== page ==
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M4.1 earthquake after seismic swarm ESE of Bardarbunga volcano, Iceland

earthquake-swarm-se-of-bardarbunga-volcano-iceland

A small seismic swarm took place ESE of Bardarbunga volcano, Iceland from June 21 – 23, 2019. The seismicity then shifted NW of the volcano on June 24, with M3.3, M3.4 and M4.1.

The Icelandic Met Office has detected numerous small earthquakes from June 19 to 23 ESE of Bardarbunga volcano, an area active since the end of the eruption in February 2015. 

"The last eruption in this area started in February 1726 (+- 30 days) and ended in May 1726 (+- 30 days), but more eruptions might have taken place at this location without being known or detected by people in the past," Jón Frímann, an avid observer of volcanic activity on Iceland, noted.

"The depth of this earthquake swarm is considerable. Deepest earthquake recorded had a depth of 30.4 km (18.8 miles) and it is possible that it might be an error or poor location, other earthquakes recorded had a shallower depth. The crust in this location is up to 45 km (29.7 miles) thick according to measurements. It is not possible to know if this earthquake activity is going to result in an eruption. If an eruption happens it might happen without any warning and not a lot of earthquake activity before it happens."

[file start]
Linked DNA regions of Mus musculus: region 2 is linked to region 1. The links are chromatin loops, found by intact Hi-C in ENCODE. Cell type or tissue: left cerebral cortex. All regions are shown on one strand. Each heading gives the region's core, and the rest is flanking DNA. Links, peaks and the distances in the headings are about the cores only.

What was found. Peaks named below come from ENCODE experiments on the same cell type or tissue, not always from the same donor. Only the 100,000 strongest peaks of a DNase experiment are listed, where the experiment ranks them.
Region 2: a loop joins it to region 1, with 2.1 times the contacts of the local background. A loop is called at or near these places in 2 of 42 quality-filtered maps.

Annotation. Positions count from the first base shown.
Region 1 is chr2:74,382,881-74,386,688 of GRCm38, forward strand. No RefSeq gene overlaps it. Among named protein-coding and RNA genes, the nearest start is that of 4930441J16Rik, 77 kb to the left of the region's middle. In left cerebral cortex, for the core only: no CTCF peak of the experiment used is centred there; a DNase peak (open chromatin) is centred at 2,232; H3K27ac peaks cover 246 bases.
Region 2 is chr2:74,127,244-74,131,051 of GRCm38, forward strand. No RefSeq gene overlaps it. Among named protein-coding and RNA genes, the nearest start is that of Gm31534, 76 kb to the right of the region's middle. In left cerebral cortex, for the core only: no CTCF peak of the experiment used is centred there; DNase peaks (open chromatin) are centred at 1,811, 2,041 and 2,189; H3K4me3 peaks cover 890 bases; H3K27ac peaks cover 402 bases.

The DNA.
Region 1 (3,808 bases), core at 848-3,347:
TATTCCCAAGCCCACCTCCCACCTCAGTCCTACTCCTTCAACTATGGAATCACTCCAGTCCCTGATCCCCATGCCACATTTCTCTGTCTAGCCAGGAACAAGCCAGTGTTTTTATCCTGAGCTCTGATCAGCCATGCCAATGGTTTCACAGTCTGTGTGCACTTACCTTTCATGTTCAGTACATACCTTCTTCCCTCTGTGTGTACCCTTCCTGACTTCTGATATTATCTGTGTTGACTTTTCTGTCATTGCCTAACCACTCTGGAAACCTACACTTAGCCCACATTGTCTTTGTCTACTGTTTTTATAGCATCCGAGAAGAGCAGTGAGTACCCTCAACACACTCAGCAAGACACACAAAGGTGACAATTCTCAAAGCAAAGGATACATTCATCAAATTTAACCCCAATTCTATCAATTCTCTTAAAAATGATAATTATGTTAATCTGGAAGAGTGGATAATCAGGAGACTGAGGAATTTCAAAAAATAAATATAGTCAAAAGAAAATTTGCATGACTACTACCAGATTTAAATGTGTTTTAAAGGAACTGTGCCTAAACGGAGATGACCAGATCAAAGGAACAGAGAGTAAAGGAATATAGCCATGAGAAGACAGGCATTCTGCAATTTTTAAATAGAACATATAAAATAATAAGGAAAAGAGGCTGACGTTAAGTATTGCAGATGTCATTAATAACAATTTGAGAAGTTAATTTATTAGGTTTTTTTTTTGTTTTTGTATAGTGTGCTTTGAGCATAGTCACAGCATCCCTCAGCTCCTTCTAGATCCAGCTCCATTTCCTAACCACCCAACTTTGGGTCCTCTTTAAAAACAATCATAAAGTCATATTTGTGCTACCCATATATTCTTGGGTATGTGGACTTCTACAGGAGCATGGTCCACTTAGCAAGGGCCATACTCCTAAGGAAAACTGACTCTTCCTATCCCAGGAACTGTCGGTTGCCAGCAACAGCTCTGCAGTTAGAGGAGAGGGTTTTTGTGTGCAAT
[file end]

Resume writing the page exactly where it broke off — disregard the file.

Earthquakes detected on June 24 started with M3.3 at 13:09 UTC at a depth of 2.4 km (1.4 miles) and continued with 0.7, 0.2, 3.4, 0.9, 1.6, 2.3, 4.1, 2.2 and 0.7 detected at 21:56 UTC.

There were no volcanic tremors detected, IMO said.

A similar swarm of earthquakes was detected in the northern part of the Bardarbunga volcano caldera, Iceland on June 14, 2018.

The swarm started with a M4.1 at 13:14 UTC on June 14 which was followed by several smaller earthquakes. At 15:05 UTC, another earthquake with magnitude 4.9 occurred in the area as well as several smaller aftershocks.

The M4.9 quake is the largest earthquake since the end of Bardarbunga's last eruption in 2015 along with another one of the same magnitude that occurred on January 30, 2018.

Featured image credit: NASA Terra/MODIS

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